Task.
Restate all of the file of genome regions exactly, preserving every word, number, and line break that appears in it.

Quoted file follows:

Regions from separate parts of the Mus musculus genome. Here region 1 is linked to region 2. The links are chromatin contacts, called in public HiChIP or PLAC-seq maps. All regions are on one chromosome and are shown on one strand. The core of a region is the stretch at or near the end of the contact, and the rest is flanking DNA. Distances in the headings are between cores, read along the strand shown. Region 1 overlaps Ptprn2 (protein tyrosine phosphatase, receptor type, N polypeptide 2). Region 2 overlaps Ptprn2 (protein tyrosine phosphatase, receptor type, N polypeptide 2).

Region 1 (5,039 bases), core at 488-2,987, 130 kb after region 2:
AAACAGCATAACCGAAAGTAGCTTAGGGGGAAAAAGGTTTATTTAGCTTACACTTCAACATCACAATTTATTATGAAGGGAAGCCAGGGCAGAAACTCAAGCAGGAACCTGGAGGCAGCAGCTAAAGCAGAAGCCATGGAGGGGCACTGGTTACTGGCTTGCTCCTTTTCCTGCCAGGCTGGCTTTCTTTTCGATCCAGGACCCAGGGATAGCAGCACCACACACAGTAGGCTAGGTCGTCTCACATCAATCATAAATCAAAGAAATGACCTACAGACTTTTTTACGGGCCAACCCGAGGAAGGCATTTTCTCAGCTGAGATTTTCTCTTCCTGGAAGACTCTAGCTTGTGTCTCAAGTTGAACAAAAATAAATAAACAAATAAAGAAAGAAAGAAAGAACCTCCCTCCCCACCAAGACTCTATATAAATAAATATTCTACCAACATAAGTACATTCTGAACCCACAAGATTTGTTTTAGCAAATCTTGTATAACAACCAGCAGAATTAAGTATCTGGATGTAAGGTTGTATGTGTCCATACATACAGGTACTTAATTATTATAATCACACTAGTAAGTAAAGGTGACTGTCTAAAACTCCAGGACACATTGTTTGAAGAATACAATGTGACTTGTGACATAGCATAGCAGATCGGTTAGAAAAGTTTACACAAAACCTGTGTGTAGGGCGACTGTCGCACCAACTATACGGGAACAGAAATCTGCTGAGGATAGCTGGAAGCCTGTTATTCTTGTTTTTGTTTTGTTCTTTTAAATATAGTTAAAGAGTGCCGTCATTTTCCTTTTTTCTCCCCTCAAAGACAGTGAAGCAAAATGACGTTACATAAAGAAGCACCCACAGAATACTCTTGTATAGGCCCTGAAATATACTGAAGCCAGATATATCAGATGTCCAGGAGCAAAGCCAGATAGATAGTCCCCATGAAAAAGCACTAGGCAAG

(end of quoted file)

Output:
Regions from separate parts of the Mus musculus genome. Here region 1 is linked to region 2. The links are chromatin contacts, called in public HiChIP or PLAC-seq maps. All regions are on one chromosome and are shown on one strand. The core of a region is the stretch at or near the end of the contact, and the rest is flanking DNA. Distances in the headings are between cores, read along the strand shown. Region 1 overlaps Ptprn2 (protein tyrosine phosphatase, receptor type, N polypeptide 2). Region 2 overlaps Ptprn2 (protein tyrosine phosphatase, receptor type, N polypeptide 2).

Region 1 (5,039 bases), core at 488-2,987, 130 kb after region 2:
AAACAGCATAACCGAAAGTAGCTTAGGGGGAAAAAGGTTTATTTAGCTTACACTTCAACATCACAATTTATTATGAAGGGAAGCCAGGGCAGAAACTCAAGCAGGAACCTGGAGGCAGCAGCTAAAGCAGAAGCCATGGAGGGGCACTGGTTACTGGCTTGCTCCTTTTCCTGCCAGGCTGGCTTTCTTTTCGATCCAGGACCCAGGGATAGCAGCACCACACACAGTAGGCTAGGTCGTCTCACATCAATCATAAATCAAAGAAATGACCTACAGACTTTTTTACGGGCCAACCCGAGGAAGGCATTTTCTCAGCTGAGATTTTCTCTTCCTGGAAGACTCTAGCTTGTGTCTCAAGTTGAACAAAAATAAATAAACAAATAAAGAAAGAAAGAAAGAACCTCCCTCCCCACCAAGACTCTATATAAATAAATATTCTACCAACATAAGTACATTCTGAACCCACAAGATTTGTTTTAGCAAATCTTGTATAACAACCAGCAGAATTAAGTATCTGGATGTAAGGTTGTATGTGTCCATACATACAGGTACTTAATTATTATAATCACACTAGTAAGTAAAGGTGACTGTCTAAAACTCCAGGACACATTGTTTGAAGAATACAATGTGACTTGTGACATAGCATAGCAGATCGGTTAGAAAAGTTTACACAAAACCTGTGTGTAGGGCGACTGTCGCACCAACTATACGGGAACAGAAATCTGCTGAGGATAGCTGGAAGCCTGTTATTCTTGTTTTTGTTTTGTTCTTTTAAATATAGTTAAAGAGTGCCGTCATTTTCCTTTTTTCTCCCCTCAAAGACAGTGAAGCAAAATGACGTTACATAAAGAAGCACCCACAGAATACTCTTGTATAGGCCCTGAAATATACTGAAGCCAGATATATCAGATGTCCAGGAGCAAAGCCAGATAGATAGTCCCCATGAAAAAGCACTAGGCAAG